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The IRS is trying to stay one step ahead of the sheriff, who in
this case is Congress. That explains the IRS' recent string of
apparent accommodations on the issue of independent contractors,
the number-one concern at the 1995 White House Conference on Small
At press time, there were nearly 218 House co-sponsors-enough to pass a bill-of H.R. 1972 (introduced by Rep. Jon Christensen, R-NE), which would force the IRS to provide an alternative to its much-reviled 20-factor test for determining whether a service provider is an employee or an independent contractor. The political heat rose a few degrees more on March 13 when Sens. Kit Bond (R-MO) and Don Nickles (R-OK) introduced their version of the House bill (S. 1610).
Entrepreneurs have long argued that IRS rules discourage employers from hiring independent contractors; the same rules also often result in small businesses being forced to pay thousands of dollars in back taxes and interest.
"The so-called 20 common law factors that serve as the basis for current classification decisions are nebulous and inconsistently applied," says Marc S. Wagner, a partner in the CPA firm Wagner & Oudenne in Southampton, Pennsylvania, who says some of his small-business clients have had to pay big back tax bills because the IRS ruled they had misclassified employees.
Christensen estimates IRS audits have resulted in the reclassification of some 439,000 independent contractors as employees since the mid-1980s. The federal tax gain from payment of fines and taxes: $678 million.
Meanwhile, IRS commissioner Margaret Milner Richardson recently announced initiatives to help mitigate the problem. "We are trying to accomplish the same thing as Christensen," says Steve Pyrek of the IRS.
One improvement announced by Richardson on March 5 was a pilot classification settlement program that gives IRS auditors the option of reducing back taxes for employers who unwittingly misclassify workers. Currently, an auditor must assess back taxes for all years under audit; the pilot program would allow auditors to reduce that to either one year's worth of back taxes or 25 percent of one year's back taxes.
Of course, neither this nor the other initiatives announced by the IRS changes the 20-factor test. Marshall Washburn, the IRS' national director of specialty taxes, emphasizes that the IRS is increasingly flexible in terms of how agents apply those factors; in March, the agency released a draft of a training manual for IRS examiners that seeks to clarify the rules for classifying employees (see May's "Business Beat," page 15). But that manual didn't change the rules; the 20-factor test is still sacrosanct.
Christensen's bill sets up an alternative to the 20-factor test. It is available, however, only to taxpayers who have filed 1099s for the workers involved. A service provider would be considered an independent contractor if he or she meets one of the following five criteria:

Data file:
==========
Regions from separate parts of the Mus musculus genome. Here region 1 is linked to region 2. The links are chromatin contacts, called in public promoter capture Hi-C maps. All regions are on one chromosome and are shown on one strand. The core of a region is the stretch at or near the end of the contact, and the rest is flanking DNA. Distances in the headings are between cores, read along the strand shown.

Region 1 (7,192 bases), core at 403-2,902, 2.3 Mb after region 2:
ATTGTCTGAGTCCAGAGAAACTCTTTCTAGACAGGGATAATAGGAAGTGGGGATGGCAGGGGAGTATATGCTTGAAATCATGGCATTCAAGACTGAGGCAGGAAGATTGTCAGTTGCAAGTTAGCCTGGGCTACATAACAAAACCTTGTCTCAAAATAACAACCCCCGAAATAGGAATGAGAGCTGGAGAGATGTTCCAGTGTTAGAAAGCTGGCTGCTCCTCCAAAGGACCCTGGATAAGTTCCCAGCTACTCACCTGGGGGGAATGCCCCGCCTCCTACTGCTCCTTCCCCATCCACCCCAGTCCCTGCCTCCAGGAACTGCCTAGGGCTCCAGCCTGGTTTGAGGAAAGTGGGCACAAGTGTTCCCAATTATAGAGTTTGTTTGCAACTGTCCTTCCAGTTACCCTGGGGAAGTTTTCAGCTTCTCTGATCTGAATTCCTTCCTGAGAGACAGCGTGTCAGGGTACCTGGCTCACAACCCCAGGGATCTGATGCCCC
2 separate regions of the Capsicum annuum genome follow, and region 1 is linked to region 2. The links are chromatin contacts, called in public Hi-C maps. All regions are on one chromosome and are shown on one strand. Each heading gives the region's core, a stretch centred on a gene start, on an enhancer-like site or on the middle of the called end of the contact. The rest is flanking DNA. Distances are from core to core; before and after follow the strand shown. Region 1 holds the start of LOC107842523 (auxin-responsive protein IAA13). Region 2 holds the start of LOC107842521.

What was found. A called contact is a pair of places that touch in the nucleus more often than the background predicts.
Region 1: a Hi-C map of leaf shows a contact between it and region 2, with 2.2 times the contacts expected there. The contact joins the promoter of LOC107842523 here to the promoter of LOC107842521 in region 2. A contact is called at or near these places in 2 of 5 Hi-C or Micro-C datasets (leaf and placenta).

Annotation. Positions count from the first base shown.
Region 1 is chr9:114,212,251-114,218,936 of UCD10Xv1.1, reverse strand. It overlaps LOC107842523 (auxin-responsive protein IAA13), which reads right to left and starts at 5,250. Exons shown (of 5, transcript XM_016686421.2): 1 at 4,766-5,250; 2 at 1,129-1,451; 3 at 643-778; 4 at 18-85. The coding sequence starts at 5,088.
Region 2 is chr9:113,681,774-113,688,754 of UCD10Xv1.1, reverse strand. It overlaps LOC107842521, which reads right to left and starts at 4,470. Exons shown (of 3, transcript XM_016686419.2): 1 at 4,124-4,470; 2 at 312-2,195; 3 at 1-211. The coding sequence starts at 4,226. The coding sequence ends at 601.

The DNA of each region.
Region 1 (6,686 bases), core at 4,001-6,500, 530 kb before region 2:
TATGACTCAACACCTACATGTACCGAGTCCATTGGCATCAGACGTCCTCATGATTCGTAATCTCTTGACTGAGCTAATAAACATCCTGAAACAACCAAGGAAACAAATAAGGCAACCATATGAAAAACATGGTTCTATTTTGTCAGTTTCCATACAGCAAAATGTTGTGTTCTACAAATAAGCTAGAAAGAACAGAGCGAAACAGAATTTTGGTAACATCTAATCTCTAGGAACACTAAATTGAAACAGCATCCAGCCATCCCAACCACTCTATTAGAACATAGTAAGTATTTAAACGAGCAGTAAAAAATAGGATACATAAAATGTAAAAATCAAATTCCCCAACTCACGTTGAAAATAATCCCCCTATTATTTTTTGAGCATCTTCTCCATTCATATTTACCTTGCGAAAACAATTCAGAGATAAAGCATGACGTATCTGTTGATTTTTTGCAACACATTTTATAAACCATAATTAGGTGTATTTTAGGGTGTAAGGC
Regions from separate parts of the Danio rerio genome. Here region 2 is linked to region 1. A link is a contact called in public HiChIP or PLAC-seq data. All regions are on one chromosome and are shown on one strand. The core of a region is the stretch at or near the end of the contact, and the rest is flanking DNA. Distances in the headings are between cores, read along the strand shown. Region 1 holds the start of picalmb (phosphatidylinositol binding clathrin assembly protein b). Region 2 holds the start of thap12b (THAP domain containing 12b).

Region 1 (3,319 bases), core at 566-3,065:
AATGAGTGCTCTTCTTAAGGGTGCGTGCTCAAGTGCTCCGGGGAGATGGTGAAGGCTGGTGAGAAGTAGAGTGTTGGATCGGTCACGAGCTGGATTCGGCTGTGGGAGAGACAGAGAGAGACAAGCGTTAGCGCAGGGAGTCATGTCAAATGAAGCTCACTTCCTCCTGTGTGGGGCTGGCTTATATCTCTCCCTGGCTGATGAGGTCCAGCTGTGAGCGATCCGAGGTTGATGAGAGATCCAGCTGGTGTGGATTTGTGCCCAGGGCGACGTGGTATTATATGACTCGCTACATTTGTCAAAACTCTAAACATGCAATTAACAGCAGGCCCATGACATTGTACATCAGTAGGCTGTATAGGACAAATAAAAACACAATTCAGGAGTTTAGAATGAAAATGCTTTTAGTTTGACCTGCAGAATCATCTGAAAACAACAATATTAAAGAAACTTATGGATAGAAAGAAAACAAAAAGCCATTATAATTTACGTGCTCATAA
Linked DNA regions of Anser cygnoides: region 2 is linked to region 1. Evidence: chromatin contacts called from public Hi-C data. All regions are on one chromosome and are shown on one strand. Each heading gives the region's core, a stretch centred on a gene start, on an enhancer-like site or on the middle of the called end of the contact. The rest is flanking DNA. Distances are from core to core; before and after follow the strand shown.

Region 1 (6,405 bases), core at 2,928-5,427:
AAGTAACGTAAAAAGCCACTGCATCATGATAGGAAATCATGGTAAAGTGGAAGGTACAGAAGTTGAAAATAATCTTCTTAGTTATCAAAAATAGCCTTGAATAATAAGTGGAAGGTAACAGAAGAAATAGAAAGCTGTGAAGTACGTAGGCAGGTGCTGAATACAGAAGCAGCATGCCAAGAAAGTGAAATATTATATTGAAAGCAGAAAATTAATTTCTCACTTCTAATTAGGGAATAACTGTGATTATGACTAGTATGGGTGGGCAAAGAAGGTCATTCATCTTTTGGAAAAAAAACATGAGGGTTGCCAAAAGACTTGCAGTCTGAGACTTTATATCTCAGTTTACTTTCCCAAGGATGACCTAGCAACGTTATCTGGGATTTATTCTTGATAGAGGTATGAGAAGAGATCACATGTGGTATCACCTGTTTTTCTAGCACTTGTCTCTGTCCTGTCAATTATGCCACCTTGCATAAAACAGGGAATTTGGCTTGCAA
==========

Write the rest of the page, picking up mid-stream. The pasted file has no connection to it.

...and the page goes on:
1. He or she has a significant investment in assets and/or training,
2. incurs significant unreimbursed expenses,
3. is liable for potential damages and may be terminated without cause,
4. gets paid on a commission basis, or
5. purchases products for resale.
In addition to meeting at least one of these criteria, a worker must also meet all the following criteria to be considered an independent contractor: He or she must have a principal place of business or demonstrate the intention to offer a service to others, be marketing on a regular basis, and have a written contract from the service receiver saying the provider will not be treated as an employee. There are a few other requirements as well.
The House Ways and Means Committee, which has jurisdiction over the bill, is waiting for an estimate from the Joint Tax Committee on the bill's fiscal effect on the federal treasury before it takes any action on it. However, according to James Morrison, a senior policy advisor for the National Association for the Self-Employed, the Treasury Department has already said it's impossible to determine in advance whether revising the 20-factor test would mean a loss or gain to the treasury. Morrison's point is that according to the U.S. General Accounting Office, whether an employer pays taxes for an employee or an independent contractor pays taxes for himself, the total is about the same.
Morrison is frustrated with Congress' failure to enact the Christensen bill. "Congress can put out more press releases [about independent contractors] than a camel can carry," he complains, but taking action is an entirely different matter.
Sticking with the camel metaphor, it is true you can lead one to water, as small business has learned in the case of the independent contractor issue, but it may be much harder to force Congress to drink.